Social Indicators Research

, Volume 107, Issue 3, pp 483–508 | Cite as

The Mediating Role of Perceived Parental Warmth and Parental Punishment in the Psychological Well-Being of Children in Rural China



Research has documented that parenting practices, such as parental warmth and parental punishment, play a mediating role in linking individual (e.g., age, gender) and familial characteristics (e.g., economic status, marital quality) to the psychological well-being of children. However, few studies have validated these connections with respect to the Chinese population, especially those in rural areas of China plagued with unfavorable conditions such as poverty and lack of education. In this study, we investigated whether child (age, gender, and sibship size), and familial characteristics (family wealth, parental education, and marital quality) indirectly contribute to the children’s psychological well-being (as indicated by their self-reported internalizing and externalizing problems) through their perceived parental warmth and parental punishment. Using structural equation modeling, we analyzed data collected from 2,000 children (ages 9–13) and their parents in rural China. The results reveal significant, indirect relationships from family wealth and marital quality to these children’s externalizing problems through parental warmth and parental punishment. There are age and gender differences in the children’s experiencing internalizing and externalizing problems. Gender differences are also found in their perceived parental warmth and parental punishment. Directions for future research are discussed.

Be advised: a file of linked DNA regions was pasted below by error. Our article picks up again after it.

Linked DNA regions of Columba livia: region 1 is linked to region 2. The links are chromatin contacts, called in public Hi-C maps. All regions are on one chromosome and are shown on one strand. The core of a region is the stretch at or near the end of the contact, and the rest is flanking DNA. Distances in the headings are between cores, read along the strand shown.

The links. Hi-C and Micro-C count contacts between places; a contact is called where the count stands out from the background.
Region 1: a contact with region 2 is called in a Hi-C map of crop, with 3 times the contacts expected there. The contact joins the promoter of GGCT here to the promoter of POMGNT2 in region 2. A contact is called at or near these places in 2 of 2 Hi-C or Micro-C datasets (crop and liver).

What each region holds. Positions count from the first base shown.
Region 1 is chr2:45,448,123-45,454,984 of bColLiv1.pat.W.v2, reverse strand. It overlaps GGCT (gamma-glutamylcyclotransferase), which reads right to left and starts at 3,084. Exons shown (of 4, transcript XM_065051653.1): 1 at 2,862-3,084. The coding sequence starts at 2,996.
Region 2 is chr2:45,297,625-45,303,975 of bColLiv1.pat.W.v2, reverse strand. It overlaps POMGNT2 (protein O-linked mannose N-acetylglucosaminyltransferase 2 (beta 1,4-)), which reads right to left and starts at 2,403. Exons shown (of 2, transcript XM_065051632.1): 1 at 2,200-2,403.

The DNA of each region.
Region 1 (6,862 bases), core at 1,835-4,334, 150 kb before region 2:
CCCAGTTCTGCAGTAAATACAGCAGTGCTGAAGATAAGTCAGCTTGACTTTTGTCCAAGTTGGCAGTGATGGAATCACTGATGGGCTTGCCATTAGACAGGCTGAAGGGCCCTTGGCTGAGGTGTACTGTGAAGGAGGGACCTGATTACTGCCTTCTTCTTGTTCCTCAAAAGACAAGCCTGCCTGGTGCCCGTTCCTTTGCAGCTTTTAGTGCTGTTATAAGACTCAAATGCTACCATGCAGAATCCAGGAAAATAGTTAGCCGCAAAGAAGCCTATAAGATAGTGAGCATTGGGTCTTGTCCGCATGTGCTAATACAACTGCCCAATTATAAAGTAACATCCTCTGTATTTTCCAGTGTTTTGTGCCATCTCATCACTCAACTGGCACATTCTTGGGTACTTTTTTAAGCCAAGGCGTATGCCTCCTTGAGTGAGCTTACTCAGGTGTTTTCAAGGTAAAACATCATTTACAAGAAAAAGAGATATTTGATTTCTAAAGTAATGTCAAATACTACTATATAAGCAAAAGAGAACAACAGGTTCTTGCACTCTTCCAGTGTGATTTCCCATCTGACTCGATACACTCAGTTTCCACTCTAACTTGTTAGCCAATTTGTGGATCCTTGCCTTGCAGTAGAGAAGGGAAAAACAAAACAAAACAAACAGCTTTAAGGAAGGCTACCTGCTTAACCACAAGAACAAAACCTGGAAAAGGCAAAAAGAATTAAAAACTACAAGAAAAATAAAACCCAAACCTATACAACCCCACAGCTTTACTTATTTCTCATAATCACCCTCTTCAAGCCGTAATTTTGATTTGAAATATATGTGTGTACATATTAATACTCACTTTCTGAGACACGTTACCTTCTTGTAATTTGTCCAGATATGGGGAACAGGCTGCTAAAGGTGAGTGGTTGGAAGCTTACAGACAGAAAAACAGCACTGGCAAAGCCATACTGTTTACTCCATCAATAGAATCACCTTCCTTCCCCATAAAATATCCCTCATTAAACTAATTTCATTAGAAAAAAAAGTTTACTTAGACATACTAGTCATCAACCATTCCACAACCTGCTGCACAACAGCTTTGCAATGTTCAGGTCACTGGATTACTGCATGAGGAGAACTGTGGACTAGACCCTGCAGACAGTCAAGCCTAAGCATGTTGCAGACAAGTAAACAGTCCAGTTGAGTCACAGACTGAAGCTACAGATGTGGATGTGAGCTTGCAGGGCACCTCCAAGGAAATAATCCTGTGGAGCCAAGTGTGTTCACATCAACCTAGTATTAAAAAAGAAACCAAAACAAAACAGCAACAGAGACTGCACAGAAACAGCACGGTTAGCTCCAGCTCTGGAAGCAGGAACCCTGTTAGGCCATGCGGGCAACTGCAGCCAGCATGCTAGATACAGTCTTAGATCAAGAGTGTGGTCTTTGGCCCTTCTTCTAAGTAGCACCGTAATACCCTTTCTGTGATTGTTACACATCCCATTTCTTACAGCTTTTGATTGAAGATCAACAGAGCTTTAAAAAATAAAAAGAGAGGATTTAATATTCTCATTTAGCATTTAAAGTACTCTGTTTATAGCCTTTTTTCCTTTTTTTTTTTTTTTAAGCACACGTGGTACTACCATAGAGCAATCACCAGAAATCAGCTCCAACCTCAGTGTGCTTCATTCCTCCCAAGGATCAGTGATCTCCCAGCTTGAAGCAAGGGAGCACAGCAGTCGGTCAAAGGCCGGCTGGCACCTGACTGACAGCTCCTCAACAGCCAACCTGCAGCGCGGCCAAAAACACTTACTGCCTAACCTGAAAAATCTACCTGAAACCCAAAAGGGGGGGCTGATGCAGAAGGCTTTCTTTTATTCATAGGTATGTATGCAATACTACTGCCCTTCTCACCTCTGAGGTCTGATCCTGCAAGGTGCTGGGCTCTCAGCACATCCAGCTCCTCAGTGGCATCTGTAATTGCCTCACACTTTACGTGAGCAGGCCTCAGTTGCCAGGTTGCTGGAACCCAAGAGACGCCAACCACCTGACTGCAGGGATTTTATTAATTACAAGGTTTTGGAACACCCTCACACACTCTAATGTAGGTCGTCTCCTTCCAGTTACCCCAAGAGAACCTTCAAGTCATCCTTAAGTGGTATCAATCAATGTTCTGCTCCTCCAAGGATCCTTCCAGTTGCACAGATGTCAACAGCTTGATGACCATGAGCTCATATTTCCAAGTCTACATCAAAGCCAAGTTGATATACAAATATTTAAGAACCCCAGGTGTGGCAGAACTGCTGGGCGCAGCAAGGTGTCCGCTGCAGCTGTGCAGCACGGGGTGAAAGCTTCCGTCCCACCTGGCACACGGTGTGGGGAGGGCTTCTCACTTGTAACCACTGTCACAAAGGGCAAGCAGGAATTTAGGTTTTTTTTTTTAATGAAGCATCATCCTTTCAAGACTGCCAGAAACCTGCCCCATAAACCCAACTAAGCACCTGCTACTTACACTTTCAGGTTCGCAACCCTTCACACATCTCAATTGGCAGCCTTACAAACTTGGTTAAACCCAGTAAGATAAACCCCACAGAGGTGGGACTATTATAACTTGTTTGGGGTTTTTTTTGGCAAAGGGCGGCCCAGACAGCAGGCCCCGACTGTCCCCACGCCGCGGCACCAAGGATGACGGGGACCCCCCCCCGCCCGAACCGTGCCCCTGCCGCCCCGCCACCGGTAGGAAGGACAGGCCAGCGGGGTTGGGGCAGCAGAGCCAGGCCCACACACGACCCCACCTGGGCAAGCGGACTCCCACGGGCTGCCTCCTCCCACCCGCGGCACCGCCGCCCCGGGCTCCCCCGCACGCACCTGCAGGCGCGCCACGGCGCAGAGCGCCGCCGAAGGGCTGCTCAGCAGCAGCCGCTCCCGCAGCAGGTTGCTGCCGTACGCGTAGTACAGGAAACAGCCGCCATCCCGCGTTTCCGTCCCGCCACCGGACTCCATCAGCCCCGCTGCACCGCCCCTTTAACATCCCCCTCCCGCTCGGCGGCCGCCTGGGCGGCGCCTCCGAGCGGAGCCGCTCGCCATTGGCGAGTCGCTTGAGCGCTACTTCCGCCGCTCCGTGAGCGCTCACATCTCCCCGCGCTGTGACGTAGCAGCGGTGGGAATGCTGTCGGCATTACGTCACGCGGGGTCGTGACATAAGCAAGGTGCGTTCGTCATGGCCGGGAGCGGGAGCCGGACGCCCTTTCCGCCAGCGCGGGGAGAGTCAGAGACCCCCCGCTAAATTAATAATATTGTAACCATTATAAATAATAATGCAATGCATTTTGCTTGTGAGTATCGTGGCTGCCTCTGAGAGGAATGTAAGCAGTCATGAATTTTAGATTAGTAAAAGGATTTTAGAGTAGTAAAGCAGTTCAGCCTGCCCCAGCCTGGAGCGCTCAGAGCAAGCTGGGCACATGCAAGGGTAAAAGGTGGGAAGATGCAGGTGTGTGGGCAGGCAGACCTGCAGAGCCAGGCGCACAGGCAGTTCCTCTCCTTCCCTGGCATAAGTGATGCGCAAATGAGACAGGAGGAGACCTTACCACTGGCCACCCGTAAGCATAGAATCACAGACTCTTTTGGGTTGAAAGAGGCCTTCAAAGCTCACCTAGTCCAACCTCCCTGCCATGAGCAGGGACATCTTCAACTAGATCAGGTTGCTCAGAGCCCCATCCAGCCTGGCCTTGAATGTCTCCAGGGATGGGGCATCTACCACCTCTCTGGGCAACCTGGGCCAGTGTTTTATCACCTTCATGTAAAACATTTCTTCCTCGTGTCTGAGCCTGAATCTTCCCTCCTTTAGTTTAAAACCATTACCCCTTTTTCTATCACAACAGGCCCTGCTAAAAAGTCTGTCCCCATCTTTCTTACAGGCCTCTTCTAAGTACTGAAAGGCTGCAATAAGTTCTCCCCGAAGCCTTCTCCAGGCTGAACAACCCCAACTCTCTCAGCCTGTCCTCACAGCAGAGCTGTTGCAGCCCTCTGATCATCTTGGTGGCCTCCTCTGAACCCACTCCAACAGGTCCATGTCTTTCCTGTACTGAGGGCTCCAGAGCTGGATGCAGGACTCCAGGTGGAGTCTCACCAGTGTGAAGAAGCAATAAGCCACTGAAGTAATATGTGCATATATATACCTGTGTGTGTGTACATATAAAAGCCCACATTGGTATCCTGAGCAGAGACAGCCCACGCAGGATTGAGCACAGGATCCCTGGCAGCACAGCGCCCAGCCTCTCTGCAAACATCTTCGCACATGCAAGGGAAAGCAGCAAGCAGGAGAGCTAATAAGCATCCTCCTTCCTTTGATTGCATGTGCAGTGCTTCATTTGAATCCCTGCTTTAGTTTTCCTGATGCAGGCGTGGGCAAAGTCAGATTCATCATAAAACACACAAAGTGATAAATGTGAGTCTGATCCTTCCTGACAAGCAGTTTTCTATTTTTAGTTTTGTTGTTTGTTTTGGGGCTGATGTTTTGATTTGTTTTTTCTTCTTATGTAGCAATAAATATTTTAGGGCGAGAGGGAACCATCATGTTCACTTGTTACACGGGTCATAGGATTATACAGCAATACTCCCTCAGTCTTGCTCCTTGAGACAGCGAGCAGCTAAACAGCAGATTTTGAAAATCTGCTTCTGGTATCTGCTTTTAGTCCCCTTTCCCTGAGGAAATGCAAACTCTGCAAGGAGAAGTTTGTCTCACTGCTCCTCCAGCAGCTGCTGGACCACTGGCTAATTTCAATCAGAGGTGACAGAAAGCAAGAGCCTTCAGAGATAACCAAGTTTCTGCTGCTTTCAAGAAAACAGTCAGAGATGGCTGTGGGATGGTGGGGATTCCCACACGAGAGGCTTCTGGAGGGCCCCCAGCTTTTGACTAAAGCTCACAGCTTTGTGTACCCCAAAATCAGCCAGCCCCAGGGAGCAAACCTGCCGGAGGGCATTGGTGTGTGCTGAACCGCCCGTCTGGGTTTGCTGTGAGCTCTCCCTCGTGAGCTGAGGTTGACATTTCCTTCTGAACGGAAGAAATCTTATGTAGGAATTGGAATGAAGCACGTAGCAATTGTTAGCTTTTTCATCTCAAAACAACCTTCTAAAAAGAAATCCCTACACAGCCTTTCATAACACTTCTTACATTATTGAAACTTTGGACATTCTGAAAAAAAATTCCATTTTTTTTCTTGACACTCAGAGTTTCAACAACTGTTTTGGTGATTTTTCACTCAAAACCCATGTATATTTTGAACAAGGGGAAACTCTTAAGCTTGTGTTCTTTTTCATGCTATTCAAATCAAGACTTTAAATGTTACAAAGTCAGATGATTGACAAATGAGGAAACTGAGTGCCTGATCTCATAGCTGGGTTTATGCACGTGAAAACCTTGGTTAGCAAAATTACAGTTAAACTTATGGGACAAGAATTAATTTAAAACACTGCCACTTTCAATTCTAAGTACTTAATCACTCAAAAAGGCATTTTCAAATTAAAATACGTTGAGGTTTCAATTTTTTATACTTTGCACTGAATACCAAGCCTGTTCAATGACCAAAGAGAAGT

Chinese parenting Parental warmth Parental punishment Internalizing problems Externalizing problems Rural China 



The Gansu Survey of Children and Families (GSCF) is supported by a grant from the United Kingdom Economic and Social Research Council and Department for International Development (ESRC RES-167-25-0250). Earlier support for data collection came from The Spencer Foundation Small and Major Grants Programs, The World Bank, and NIH Grants 1R01TW005930-01 and 5R01TW005930-02. We thank Emily Hannum from the University of Pennsylvania, who is the principal investigator of the GSCF, for graciously permitting us to use part of the data for our study.


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© Springer Science+Business Media B.V. 2011

Authors and Affiliations

  1. 1.Program of Early Childhood and Family StudiesKean UniversityUnionUSA
  2. 2.Department of PsychologyBrandeis UniversityWalthamUSA

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